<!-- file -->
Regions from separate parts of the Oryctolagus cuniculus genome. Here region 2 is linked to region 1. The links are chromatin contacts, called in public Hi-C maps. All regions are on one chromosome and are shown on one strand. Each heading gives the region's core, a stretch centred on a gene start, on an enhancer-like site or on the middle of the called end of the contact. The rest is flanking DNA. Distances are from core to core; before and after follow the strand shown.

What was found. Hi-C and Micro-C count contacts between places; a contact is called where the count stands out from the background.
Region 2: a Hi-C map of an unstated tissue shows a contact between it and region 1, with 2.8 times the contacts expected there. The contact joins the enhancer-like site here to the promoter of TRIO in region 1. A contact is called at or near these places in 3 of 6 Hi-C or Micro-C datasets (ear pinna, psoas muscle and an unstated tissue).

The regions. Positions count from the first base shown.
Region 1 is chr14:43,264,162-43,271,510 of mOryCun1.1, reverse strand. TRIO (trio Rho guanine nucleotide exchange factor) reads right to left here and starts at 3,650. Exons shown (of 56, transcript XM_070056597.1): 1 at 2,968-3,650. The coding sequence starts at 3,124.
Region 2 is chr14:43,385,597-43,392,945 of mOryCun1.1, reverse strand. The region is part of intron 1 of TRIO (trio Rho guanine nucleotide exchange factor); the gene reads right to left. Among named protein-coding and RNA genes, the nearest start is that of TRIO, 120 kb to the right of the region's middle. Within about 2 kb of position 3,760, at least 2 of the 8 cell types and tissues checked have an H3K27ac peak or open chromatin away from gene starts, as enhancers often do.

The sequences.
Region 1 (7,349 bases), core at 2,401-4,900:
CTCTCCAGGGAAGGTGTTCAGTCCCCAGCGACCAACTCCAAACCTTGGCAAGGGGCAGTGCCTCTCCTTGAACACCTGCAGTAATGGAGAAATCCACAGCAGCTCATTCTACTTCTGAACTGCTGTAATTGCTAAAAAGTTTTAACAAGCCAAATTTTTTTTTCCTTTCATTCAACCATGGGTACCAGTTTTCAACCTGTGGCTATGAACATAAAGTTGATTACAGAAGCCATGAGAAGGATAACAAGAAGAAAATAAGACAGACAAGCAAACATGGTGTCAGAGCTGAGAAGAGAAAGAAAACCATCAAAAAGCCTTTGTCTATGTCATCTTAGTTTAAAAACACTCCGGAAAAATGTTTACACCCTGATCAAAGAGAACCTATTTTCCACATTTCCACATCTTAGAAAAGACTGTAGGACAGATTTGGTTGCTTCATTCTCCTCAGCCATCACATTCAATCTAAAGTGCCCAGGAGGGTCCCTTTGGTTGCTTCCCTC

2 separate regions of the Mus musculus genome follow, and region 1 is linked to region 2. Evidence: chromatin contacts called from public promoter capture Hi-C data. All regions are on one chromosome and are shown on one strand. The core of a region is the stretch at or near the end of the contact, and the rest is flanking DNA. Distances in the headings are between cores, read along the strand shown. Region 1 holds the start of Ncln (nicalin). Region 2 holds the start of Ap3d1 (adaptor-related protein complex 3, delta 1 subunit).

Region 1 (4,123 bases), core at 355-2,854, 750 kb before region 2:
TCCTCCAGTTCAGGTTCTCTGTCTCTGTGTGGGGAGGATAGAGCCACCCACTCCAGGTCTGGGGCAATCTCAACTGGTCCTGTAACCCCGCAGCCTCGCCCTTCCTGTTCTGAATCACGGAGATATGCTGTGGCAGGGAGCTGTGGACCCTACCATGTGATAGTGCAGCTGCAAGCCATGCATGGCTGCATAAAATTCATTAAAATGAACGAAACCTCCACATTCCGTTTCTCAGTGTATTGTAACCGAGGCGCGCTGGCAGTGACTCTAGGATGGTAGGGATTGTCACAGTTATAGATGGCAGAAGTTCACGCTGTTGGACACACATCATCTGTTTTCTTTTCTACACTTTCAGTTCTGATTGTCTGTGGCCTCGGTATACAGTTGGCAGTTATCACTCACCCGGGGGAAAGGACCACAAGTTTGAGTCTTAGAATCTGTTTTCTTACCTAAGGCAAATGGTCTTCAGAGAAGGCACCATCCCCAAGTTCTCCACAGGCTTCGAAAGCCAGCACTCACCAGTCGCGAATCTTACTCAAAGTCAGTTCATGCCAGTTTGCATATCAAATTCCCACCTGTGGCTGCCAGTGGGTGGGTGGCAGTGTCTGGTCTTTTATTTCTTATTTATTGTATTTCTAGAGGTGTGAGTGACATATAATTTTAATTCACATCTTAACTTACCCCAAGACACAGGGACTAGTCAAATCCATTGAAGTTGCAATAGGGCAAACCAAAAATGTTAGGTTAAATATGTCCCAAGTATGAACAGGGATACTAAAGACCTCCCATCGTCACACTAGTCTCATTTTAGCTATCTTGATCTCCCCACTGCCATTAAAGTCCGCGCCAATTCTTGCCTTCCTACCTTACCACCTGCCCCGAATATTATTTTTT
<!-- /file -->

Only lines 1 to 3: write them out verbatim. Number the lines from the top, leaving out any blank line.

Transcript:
Regions from separate parts of the Oryctolagus cuniculus genome. Here region 2 is linked to region 1. The links are chromatin contacts, called in public Hi-C maps. All regions are on one chromosome and are shown on one strand. Each heading gives the region's core, a stretch centred on a gene start, on an enhancer-like site or on the middle of the called end of the contact. The rest is flanking DNA. Distances are from core to core; before and after follow the strand shown.

What was found. Hi-C and Micro-C count contacts between places; a contact is called where the count stands out from the background.
Region 2: a Hi-C map of an unstated tissue shows a contact between it and region 1, with 2.8 times the contacts expected there. The contact joins the enhancer-like site here to the promoter of TRIO in region 1. A contact is called at or near these places in 3 of 6 Hi-C or Micro-C datasets (ear pinna, psoas muscle and an unstated tissue).